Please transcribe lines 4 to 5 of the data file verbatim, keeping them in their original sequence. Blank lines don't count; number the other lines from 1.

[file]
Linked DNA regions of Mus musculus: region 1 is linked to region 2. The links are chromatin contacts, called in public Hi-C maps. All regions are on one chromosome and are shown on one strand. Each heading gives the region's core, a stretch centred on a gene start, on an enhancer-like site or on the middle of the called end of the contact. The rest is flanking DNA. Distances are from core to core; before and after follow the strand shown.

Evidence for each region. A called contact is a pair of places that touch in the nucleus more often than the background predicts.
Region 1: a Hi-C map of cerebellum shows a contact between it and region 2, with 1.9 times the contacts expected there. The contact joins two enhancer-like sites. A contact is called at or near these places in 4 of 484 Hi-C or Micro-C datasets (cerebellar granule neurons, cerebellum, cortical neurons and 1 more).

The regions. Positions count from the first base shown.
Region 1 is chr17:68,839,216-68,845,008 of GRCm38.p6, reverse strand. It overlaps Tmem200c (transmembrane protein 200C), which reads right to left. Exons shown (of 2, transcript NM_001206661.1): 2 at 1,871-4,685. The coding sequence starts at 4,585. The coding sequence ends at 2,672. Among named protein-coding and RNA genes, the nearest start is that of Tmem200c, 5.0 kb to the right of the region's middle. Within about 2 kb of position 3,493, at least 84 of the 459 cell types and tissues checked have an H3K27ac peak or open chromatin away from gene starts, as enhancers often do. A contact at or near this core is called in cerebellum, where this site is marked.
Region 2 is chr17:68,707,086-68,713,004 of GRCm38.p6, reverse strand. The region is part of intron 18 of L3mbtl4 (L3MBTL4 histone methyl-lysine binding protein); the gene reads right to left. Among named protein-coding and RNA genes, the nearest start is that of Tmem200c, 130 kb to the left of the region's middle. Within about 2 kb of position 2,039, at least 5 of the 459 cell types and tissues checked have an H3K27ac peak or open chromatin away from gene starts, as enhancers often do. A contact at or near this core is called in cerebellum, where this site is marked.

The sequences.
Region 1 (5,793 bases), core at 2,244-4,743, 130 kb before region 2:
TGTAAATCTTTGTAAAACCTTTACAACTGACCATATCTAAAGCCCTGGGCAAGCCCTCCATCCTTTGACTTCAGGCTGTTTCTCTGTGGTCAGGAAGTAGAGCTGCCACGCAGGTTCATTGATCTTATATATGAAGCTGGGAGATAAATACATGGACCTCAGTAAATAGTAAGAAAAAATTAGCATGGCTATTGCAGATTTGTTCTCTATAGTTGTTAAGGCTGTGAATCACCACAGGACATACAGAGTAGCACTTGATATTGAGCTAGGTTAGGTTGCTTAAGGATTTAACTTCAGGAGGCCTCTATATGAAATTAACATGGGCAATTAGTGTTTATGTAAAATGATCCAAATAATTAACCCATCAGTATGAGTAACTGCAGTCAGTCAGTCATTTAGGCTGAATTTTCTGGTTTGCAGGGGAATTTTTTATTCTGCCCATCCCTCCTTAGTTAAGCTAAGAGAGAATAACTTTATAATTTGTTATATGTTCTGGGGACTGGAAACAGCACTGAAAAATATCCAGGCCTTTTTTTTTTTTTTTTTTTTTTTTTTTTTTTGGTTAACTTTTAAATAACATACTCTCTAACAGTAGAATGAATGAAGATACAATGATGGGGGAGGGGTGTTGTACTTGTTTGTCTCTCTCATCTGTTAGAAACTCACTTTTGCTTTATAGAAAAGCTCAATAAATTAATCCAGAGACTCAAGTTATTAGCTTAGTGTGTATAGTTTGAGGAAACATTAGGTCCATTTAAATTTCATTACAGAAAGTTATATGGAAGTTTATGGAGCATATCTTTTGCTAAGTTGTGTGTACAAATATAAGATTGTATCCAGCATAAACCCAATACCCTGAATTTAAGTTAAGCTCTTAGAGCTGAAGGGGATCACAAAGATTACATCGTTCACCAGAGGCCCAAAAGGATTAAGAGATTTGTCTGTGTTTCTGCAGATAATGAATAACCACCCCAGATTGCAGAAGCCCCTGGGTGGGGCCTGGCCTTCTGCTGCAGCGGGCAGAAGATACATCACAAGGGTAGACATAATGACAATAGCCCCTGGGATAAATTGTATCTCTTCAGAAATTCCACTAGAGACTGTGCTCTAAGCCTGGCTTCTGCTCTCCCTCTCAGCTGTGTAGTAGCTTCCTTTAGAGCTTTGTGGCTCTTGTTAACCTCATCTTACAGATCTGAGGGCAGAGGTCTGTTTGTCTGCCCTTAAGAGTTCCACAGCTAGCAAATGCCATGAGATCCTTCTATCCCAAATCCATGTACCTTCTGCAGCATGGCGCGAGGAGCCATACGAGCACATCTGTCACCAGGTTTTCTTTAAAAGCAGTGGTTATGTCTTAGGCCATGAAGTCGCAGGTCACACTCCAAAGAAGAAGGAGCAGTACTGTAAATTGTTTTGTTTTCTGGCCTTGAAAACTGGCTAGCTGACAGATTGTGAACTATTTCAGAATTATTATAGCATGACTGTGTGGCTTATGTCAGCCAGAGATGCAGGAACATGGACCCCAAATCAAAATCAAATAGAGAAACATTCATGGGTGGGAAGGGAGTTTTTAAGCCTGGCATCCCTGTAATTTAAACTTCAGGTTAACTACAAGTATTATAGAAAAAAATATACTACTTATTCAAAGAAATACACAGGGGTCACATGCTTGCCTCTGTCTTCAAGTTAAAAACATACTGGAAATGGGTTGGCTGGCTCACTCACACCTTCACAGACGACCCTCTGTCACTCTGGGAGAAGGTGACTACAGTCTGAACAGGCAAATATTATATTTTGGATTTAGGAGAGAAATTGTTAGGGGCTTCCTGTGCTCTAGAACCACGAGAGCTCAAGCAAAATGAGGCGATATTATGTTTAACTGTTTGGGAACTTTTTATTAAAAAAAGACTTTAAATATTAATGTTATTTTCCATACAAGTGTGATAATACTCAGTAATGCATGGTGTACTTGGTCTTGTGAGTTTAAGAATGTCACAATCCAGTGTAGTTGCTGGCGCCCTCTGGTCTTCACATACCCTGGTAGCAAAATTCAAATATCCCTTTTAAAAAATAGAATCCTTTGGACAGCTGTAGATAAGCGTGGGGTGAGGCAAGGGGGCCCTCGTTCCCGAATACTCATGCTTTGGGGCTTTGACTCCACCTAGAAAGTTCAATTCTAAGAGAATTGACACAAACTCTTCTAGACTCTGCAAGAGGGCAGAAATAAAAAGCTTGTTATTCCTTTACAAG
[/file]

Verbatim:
The regions. Positions count from the first base shown.
Region 1 is chr17:68,839,216-68,845,008 of GRCm38.p6, reverse strand. It overlaps Tmem200c (transmembrane protein 200C), which reads right to left. Exons shown (of 2, transcript NM_001206661.1): 2 at 1,871-4,685. The coding sequence starts at 4,585. The coding sequence ends at 2,672. Among named protein-coding and RNA genes, the nearest start is that of Tmem200c, 5.0 kb to the right of the region's middle. Within about 2 kb of position 3,493, at least 84 of the 459 cell types and tissues checked have an H3K27ac peak or open chromatin away from gene starts, as enhancers often do. A contact at or near this core is called in cerebellum, where this site is marked.